Later in the meeting, the board approved a resolution to accept $160,561 in additional funding that came in through the state’s Student Success Act, specifically the portion known as the Student Investment Account. The money is earmarked for specific programs and services. Of that amount, $22,217 passes through to Kings Valley Charter School.
Mancuso said the district and the certified employees union continue to negotiate with an agreement not finalized. Mancuso said the goal was to see that process conclude within the next few weeks.
City easement requests
The city of Philomath has requested for the school district to sign off on several easement agreements at the high school (storm drain, sewer and water easements and water diagram) and at the elementary school (storm drainage, sewer and water easements). The board ultimately decided to table the discussion, primarily because of a proposed easement behind the elementary school.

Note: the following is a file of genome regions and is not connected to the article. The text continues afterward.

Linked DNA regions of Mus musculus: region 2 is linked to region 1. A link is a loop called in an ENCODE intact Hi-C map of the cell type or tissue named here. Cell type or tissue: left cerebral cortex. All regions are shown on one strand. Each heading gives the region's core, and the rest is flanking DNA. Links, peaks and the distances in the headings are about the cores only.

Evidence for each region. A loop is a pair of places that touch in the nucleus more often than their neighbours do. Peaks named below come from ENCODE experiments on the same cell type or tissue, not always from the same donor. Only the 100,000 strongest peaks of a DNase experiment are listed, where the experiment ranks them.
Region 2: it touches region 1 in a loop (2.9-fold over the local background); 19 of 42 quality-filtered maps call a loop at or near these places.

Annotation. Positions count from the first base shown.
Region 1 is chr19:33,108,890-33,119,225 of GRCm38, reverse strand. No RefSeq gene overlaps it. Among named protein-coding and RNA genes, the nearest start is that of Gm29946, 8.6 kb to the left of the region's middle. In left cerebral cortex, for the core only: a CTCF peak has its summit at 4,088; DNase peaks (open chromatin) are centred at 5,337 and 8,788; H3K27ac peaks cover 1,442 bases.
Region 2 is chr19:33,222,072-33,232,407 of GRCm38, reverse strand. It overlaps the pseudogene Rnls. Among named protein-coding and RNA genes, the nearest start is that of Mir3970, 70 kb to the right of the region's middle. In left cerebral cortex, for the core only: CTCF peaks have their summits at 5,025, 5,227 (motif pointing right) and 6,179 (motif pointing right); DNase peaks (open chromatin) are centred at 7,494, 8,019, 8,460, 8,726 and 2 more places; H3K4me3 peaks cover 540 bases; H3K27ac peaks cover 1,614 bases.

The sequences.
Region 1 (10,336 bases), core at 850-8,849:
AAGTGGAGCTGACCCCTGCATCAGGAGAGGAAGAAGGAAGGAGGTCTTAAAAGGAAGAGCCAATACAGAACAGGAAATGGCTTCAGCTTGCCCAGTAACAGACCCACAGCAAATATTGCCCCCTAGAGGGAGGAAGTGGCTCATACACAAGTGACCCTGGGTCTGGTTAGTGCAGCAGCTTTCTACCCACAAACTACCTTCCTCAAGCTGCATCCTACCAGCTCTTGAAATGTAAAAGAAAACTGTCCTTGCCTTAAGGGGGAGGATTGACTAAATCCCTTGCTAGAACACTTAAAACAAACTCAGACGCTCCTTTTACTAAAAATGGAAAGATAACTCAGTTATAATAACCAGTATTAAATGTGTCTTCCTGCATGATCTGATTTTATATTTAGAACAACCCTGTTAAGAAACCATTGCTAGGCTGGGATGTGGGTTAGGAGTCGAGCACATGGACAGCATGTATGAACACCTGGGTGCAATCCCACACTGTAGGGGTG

Halliday said she had questions for the city and those couldn’t be answered in time for the meeting. Among those was what she described as “an incredible amount of footage for an easement” that would potentially connect Cedar Street to South 16th Street.
The district may ask the city’s public works director or city manager to attend a future meeting to provide information and answer questions.
In other news out of the Aug. 26 meeting:
• The district has two vacancies on its Budget Committee and plans to advertise for volunteers to fill those seats. One seat became vacant with Rick Wells leaving for his position on the School Board. The other one became available when a member moved out of the community. The district also plans to organize a long-range facilities planning committee, which will include community members.
• The board agreed to hold a future work session to talk about goals with the district’s equity team. Halliday was to look at possible dates for the discussion, which could possibly occur in October.